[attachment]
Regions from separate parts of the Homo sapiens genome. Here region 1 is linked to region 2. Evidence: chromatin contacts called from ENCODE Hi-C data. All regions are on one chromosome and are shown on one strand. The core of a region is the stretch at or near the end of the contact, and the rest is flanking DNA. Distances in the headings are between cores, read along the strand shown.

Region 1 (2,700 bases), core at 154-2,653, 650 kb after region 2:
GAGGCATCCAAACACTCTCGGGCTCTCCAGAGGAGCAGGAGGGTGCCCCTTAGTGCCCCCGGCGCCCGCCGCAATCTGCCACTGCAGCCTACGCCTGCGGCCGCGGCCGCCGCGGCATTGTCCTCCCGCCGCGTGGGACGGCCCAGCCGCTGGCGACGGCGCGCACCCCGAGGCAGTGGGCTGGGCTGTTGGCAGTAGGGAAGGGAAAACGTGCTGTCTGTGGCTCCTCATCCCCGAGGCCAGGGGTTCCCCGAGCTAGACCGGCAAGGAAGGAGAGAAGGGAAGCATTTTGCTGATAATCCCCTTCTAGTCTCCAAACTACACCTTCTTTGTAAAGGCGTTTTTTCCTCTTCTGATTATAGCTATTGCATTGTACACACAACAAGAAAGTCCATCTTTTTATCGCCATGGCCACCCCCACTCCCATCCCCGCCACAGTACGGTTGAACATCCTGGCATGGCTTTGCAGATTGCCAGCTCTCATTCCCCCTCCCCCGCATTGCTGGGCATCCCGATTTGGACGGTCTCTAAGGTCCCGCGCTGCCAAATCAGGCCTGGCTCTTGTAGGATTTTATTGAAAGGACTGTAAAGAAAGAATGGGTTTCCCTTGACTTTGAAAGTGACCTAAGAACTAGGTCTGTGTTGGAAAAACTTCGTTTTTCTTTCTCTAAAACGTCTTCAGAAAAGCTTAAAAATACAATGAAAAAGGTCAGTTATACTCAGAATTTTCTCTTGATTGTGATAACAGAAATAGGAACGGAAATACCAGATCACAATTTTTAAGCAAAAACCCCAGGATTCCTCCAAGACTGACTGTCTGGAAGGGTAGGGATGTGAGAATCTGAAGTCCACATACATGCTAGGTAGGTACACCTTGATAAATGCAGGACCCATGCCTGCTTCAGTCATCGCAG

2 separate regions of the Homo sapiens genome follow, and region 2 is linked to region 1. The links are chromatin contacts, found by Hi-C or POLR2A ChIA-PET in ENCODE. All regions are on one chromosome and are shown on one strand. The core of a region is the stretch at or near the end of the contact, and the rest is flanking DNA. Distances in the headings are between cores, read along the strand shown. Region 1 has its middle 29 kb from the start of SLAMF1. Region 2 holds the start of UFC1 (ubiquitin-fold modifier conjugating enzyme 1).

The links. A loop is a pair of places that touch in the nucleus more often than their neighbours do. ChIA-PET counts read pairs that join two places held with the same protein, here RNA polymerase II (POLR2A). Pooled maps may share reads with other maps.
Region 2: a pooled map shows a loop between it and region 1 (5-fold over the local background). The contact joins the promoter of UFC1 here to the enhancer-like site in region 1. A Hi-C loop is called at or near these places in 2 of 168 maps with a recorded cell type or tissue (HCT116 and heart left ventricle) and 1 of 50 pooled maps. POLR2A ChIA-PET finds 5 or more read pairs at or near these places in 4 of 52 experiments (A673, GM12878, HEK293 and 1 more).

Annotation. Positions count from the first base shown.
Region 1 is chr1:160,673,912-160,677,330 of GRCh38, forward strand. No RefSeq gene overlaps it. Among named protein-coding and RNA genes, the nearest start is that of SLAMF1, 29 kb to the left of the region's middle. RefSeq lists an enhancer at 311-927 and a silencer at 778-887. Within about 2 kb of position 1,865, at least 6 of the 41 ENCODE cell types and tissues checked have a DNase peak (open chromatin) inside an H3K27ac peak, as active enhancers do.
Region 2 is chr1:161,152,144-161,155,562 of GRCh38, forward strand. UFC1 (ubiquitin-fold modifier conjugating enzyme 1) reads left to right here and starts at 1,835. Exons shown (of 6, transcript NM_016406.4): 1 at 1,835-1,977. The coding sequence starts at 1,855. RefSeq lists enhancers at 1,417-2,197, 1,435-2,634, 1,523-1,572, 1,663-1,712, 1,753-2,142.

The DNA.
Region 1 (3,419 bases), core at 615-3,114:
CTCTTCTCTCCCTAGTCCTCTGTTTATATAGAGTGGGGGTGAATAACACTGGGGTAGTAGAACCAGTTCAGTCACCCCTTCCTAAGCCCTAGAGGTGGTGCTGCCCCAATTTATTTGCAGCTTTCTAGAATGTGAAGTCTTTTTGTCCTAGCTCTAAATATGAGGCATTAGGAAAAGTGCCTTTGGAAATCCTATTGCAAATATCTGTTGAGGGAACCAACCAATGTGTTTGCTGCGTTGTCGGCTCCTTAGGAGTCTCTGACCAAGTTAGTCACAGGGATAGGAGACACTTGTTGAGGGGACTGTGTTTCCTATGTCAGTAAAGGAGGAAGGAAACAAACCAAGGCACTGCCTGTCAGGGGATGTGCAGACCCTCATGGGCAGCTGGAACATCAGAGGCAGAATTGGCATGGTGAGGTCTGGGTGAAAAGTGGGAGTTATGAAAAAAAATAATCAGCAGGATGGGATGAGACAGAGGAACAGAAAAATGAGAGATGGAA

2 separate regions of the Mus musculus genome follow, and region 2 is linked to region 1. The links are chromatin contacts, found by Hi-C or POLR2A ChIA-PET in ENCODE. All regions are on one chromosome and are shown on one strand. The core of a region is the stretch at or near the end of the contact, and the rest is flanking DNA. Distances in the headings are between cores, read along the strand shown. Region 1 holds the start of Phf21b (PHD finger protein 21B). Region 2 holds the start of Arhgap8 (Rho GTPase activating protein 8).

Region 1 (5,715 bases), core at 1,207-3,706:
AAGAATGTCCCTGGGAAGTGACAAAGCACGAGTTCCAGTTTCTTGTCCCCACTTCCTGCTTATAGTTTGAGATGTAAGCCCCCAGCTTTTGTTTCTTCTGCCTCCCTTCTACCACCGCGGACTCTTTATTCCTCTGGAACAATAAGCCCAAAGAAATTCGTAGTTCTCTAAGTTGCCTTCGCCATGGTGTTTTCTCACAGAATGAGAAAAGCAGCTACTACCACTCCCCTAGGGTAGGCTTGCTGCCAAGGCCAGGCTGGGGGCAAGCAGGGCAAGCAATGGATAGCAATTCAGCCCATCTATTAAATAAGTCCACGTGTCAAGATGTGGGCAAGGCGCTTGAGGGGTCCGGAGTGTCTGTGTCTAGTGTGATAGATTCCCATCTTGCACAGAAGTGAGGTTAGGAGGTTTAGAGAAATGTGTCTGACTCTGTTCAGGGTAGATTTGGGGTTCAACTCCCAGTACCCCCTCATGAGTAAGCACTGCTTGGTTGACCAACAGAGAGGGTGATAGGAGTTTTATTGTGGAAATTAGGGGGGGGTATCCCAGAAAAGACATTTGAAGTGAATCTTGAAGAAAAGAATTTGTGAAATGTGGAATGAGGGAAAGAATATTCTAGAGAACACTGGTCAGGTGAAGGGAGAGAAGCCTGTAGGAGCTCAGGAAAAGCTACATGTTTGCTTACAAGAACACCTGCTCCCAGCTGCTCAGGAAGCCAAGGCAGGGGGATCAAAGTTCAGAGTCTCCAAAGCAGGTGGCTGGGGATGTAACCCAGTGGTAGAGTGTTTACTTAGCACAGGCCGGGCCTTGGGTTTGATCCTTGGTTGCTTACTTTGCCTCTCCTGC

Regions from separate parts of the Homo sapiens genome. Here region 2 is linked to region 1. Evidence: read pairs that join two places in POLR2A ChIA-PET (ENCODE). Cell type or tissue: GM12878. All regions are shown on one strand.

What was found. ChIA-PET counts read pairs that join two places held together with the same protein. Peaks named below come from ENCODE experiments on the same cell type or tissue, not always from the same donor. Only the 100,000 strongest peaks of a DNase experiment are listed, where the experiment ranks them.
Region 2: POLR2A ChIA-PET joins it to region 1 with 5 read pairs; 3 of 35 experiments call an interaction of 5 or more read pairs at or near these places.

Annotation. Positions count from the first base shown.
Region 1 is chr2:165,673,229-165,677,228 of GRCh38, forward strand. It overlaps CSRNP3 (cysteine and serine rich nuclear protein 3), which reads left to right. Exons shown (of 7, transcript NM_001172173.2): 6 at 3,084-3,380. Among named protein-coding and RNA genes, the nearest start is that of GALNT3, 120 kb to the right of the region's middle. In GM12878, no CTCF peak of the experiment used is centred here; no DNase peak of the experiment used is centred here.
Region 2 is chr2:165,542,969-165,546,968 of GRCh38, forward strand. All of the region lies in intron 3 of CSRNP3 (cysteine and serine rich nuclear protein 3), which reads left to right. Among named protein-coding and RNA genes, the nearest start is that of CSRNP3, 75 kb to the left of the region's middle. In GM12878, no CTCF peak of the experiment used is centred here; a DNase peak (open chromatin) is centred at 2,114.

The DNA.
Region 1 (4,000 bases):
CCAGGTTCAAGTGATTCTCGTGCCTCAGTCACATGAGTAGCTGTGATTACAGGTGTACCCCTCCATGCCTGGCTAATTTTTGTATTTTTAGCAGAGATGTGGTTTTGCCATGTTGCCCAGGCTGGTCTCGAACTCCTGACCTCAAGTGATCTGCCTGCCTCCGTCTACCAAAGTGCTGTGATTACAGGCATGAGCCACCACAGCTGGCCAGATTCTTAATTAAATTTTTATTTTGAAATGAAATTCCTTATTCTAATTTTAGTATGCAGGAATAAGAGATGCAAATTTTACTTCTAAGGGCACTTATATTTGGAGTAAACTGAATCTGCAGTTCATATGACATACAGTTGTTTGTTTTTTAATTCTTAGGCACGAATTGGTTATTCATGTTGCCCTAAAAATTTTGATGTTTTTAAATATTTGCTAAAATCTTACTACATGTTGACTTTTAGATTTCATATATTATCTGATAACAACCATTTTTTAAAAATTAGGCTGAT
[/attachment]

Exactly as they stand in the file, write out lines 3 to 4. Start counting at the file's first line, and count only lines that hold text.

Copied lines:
GAGGCATCCAAACACTCTCGGGCTCTCCAGAGGAGCAGGAGGGTGCCCCTTAGTGCCCCCGGCGCCCGCCGCAATCTGCCACTGCAGCCTACGCCTGCGGCCGCGGCCGCCGCGGCATTGTCCTCCCGCCGCGTGGGACGGCCCAGCCGCTGGCGACGGCGCGCACCCCGAGGCAGTGGGCTGGGCTGTTGGCAGTAGGGAAGGGAAAACGTGCTGTCTGTGGCTCCTCATCCCCGAGGCCAGGGGTTCCCCGAGCTAGACCGGCAAGGAAGGAGAGAAGGGAAGCATTTTGCTGATAATCCCCTTCTAGTCTCCAAACTACACCTTCTTTGTAAAGGCGTTTTTTCCTCTTCTGATTATAGCTATTGCATTGTACACACAACAAGAAAGTCCATCTTTTTATCGCCATGGCCACCCCCACTCCCATCCCCGCCACAGTACGGTTGAACATCCTGGCATGGCTTTGCAGATTGCCAGCTCTCATTCCCCCTCCCCCGCATTGCTGGGCATCCCGATTTGGACGGTCTCTAAGGTCCCGCGCTGCCAAATCAGGCCTGGCTCTTGTAGGATTTTATTGAAAGGACTGTAAAGAAAGAATGGGTTTCCCTTGACTTTGAAAGTGACCTAAGAACTAGGTCTGTGTTGGAAAAACTTCGTTTTTCTTTCTCTAAAACGTCTTCAGAAAAGCTTAAAAATACAATGAAAAAGGTCAGTTATACTCAGAATTTTCTCTTGATTGTGATAACAGAAATAGGAACGGAAATACCAGATCACAATTTTTAAGCAAAAACCCCAGGATTCCTCCAAGACTGACTGTCTGGAAGGGTAGGGATGTGAGAATCTGAAGTCCACATACATGCTAGGTAGGTACACCTTGATAAATGCAGGACCCATGCCTGCTTCAGTCATCGCAG

2 separate regions of the Homo sapiens genome follow, and region 2 is linked to region 1. The links are chromatin contacts, found by Hi-C or POLR2A ChIA-PET in ENCODE. All regions are on one chromosome and are shown on one strand. The core of a region is the stretch at or near the end of the contact, and the rest is flanking DNA. Distances in the headings are between cores, read along the strand shown. Region 1 has its middle 29 kb from the start of SLAMF1. Region 2 holds the start of UFC1 (ubiquitin-fold modifier conjugating enzyme 1).